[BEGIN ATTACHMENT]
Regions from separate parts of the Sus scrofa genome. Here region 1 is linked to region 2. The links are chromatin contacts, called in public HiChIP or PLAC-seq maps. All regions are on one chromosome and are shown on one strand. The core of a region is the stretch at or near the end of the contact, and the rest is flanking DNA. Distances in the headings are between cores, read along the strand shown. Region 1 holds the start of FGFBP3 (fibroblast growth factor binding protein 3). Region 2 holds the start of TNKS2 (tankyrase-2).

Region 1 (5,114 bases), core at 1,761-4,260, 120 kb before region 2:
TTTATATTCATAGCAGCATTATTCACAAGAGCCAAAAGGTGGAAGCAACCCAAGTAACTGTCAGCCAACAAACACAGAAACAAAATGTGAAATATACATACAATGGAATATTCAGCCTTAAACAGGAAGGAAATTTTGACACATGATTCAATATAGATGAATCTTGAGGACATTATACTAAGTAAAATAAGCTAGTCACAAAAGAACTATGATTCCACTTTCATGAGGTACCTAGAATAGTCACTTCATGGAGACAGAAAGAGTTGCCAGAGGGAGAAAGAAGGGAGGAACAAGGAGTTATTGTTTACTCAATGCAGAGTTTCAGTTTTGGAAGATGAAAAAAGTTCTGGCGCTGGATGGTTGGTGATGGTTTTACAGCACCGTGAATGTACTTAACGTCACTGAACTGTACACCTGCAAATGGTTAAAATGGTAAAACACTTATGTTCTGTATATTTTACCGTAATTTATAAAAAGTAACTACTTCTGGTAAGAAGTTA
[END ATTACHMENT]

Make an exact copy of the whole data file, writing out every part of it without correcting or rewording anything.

Regions from separate parts of the Sus scrofa genome. Here region 1 is linked to region 2. The links are chromatin contacts, called in public HiChIP or PLAC-seq maps. All regions are on one chromosome and are shown on one strand. The core of a region is the stretch at or near the end of the contact, and the rest is flanking DNA. Distances in the headings are between cores, read along the strand shown. Region 1 holds the start of FGFBP3 (fibroblast growth factor binding protein 3). Region 2 holds the start of TNKS2 (tankyrase-2).

Region 1 (5,114 bases), core at 1,761-4,260, 120 kb before region 2:
TTTATATTCATAGCAGCATTATTCACAAGAGCCAAAAGGTGGAAGCAACCCAAGTAACTGTCAGCCAACAAACACAGAAACAAAATGTGAAATATACATACAATGGAATATTCAGCCTTAAACAGGAAGGAAATTTTGACACATGATTCAATATAGATGAATCTTGAGGACATTATACTAAGTAAAATAAGCTAGTCACAAAAGAACTATGATTCCACTTTCATGAGGTACCTAGAATAGTCACTTCATGGAGACAGAAAGAGTTGCCAGAGGGAGAAAGAAGGGAGGAACAAGGAGTTATTGTTTACTCAATGCAGAGTTTCAGTTTTGGAAGATGAAAAAAGTTCTGGCGCTGGATGGTTGGTGATGGTTTTACAGCACCGTGAATGTACTTAACGTCACTGAACTGTACACCTGCAAATGGTTAAAATGGTAAAACACTTATGTTCTGTATATTTTACCGTAATTTATAAAAAGTAACTACTTCTGGTAAGAAGTTA